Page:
I have made it no secret that the Super Nintendo is possibly my favourite console, ever. It came at a time when I started to really appreciate the medium of video games, and although I owned a Mega Drive for a few years before Nintendo’s 16-bit system, it was this sleek, grey box that really captured my heart. I have so many fond memories of this system, and to this day it’s the classic console I still dig out and play on a regular basis.
As I have done for other consoles in the past, I wanted to talk about the games that I believe defined the Super Nintendo – The releases that made this system such an important one to fans such as myself. As usual for my definitive lists, these titles may or not be the best games or the bestselling, but they’re the ones that matter.
Here’s my list, but I’d love to hear from you what games defined the Super Nintendo and why, so let me know in the comments down below. Now, it’s on with the show.
I’m going to start with a game that not only defined the Super Nintendo, but also the 16-bit console wars and the entire arcade industry. Having Street Fighter II as an exclusive for the Super Nintendo was a massive win for Nintendo, with Capcom’s seminal brawler having such a wide appeal. This exclusivity wouldn’t last forever as Capcom continued to roll out various different versions of Street Fighter II as both SEGA and Nintendo engaged in some sort of arms race as SEGA would get a better Championship Edition, then the Super Nintendo would get an even better Turbo edition, before both versions getting their own Super editions.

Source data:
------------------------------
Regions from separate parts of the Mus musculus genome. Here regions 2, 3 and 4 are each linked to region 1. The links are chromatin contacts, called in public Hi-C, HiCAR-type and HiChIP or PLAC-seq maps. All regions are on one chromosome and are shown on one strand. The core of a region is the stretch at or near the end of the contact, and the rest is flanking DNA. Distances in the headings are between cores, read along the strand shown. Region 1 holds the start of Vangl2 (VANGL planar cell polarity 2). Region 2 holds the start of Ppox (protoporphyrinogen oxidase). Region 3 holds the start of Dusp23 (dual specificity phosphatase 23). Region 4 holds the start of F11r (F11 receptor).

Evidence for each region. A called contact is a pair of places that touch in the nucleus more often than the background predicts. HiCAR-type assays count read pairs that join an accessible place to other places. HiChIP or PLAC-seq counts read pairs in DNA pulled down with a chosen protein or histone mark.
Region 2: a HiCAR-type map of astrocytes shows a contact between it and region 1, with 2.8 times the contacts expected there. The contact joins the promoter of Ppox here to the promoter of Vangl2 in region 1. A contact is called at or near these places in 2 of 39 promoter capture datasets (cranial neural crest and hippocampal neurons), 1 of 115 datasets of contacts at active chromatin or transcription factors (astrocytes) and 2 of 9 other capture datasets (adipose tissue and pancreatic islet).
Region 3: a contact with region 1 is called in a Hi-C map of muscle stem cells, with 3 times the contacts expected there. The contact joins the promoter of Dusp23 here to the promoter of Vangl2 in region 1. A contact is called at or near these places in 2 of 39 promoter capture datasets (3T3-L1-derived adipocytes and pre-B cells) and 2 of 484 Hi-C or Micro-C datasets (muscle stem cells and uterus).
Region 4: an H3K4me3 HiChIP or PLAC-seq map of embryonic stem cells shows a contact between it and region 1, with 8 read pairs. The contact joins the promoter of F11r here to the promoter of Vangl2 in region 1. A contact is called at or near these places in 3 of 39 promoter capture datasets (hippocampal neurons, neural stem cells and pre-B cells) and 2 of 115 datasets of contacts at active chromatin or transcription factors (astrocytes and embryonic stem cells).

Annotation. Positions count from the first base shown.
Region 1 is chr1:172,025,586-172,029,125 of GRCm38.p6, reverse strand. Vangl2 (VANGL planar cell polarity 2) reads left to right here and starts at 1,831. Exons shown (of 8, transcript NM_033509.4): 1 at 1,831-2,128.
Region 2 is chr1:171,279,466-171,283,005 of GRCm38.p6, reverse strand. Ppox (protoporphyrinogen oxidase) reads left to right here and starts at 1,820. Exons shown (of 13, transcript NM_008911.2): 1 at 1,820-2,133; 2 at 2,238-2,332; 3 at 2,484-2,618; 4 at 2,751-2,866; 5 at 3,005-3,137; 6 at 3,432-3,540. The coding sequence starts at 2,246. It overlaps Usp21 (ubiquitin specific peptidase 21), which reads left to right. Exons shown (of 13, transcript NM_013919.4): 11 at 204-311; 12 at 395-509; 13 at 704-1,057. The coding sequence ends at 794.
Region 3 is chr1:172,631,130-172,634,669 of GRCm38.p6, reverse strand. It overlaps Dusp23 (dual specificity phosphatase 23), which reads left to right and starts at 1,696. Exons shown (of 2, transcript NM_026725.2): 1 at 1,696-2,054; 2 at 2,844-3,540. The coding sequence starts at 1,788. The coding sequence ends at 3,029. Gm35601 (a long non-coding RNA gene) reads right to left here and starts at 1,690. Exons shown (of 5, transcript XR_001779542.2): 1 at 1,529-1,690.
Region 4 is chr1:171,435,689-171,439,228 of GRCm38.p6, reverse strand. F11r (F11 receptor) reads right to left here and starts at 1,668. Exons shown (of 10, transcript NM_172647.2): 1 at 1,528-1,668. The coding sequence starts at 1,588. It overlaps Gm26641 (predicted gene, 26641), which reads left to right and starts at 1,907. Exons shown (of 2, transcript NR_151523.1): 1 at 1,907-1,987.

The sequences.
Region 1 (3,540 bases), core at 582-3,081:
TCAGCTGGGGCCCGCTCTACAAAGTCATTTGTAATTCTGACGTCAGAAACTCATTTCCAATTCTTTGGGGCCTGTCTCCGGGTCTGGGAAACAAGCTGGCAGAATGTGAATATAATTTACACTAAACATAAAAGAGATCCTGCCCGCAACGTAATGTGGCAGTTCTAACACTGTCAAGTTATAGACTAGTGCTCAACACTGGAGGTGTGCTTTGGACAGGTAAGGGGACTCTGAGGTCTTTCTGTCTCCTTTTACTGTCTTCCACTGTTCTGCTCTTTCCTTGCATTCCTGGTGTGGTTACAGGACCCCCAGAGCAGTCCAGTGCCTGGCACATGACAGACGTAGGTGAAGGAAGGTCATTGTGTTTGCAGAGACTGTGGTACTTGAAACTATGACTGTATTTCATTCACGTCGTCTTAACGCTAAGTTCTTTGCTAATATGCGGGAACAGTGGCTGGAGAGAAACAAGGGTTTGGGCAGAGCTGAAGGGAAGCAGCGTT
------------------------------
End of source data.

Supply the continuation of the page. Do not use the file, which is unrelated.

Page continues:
Street Fighter II was one of those games that appealed to so many people, thanks to a cast of zany character, finely-tuned fighting mechanics, and a great learning curve for novices but a lot of room for advanced level play. Just as it attracted crowds in arcades, those who owned Street Fighter II would find their living room crowded with friends, taking each other on tense one on one battles. Its fighters would become cultural icons, and much like other important gaming milestones such as Tetris, it still remains just as playable as it was back then.
This game sold Super Nintendo systems, without a shadow of a doubt, and it was perfect for the system’s standard six-button pad.